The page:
Will Self-Driving Cars be a Blessing or a Curse for our Cities?
All around us, the world is in "fast-forward", radical new technologies launch every month, and as our urban population densifies, the city buzz keeps getting louder. In this fast-paced lifestyle, we can forget to take a step back and consider how emerging technologies impact us on a bigger scale.
The reality is that technology is changing the way we interact with our cities as well as with each other. Companies like Uber, Bird, and Airbnb allow us to more fluidly engage with our city and communities. However, the excitement and pace of their innovation can skew our long-term objectives and veil their respective implications and externalities. It's important to consider how the adoption of these innovations will evolve and impact the existing physical infrastructure and socioeconomic fabric of our cities.
Self-driving cars long seemed like a distant reality, but with many semi-autonomous vehicles already to market, it's apparent that fully autonomous vehicles are quickly becoming viable.
But how will self-driving cars impact our cities? With 2.5 Billion people projected to move into cities by 2050, what will the effect of self-driving cars be on congestion, safety, transportation, public space and human interaction?
According to experts, the short answer is one of two options - a heaven, or a nightmare.
It's evident that self-driving cars hold the potential to transform our day-to-day lives. They immensely increase our productivity as we re-purpose our time spent in cars; they can reduce traffic and congestion with fewer accidents and bottlenecks, and smaller cars can be used to transport just one or two people, which currently make up the majority of daily trips; and they can free up space in our city as idle vehicles can drive back home or to a location outside the city centre.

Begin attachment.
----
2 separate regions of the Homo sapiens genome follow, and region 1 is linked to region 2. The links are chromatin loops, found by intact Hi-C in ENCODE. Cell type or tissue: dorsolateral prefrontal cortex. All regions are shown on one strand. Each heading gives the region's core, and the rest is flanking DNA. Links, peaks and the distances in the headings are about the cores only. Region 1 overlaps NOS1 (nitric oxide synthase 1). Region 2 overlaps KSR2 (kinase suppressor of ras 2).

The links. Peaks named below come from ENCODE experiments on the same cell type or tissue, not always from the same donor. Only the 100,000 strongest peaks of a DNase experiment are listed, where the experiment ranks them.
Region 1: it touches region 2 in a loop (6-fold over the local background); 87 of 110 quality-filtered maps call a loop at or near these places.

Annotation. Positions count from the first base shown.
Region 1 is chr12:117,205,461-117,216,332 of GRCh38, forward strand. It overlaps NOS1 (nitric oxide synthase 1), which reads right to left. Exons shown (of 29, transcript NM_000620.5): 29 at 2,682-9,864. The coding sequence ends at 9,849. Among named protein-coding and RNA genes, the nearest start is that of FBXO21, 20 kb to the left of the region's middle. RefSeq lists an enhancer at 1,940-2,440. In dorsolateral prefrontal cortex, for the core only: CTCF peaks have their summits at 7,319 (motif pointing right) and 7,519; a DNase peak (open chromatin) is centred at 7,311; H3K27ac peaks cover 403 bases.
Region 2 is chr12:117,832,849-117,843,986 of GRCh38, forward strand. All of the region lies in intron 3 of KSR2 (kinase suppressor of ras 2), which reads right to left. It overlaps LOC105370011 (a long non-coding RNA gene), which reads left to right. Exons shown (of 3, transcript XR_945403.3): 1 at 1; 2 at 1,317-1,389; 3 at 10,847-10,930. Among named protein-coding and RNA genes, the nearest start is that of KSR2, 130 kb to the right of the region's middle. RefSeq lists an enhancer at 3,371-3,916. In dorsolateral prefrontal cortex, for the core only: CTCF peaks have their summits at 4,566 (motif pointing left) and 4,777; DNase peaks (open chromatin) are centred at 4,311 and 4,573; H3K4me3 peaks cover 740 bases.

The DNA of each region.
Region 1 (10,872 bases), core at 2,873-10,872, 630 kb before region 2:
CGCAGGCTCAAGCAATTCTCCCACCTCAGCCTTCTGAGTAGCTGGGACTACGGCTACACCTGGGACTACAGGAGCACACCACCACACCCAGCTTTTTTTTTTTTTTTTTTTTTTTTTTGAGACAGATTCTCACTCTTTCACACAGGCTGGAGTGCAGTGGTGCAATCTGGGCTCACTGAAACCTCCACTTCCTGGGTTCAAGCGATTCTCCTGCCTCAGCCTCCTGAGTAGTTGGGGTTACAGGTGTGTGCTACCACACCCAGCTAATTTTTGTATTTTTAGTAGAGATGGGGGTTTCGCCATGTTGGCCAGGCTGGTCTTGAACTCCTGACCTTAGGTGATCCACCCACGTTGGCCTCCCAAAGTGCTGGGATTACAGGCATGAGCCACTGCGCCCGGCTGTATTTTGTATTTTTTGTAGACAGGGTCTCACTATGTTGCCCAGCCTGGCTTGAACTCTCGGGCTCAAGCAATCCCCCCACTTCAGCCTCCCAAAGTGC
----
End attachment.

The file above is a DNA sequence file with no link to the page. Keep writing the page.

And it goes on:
In the utopia scenario, existing infrastructure can be adjusted and repurposed to accommodate a more human-centric environment. We could see wider sidewalks, more public space, bike lanes, parks and artwork across the city. Our streets can be transformed into a hub for creativity and human interaction as people live, work and play closely together.
Humans have always flocked to cities for their opportunity and proximity to amenities. At the surface, autonomous vehicles relate to mobility and transportation, but they actually hold the potential to transform the public realm and enhance our human-interaction to promote creativity, innovation, and engagement with our surrounding environment.
Many experts diverge from the strictly positive scenario by explaining that if autonomous vehicles are introduced into the status quo, economics will prevail and more vehicles will be on the road as the marginal cost of driving decreases. When mobility and transportation no longer 'cost time', vehicles can be in service 24/7. Sending a vehicle to pick up groceries or drop off your dry-cleaning becomes an obvious decision. The result could be significantly more congestion as the utilization of our vehicles increases and overloads the capacity of our existing infrastructure.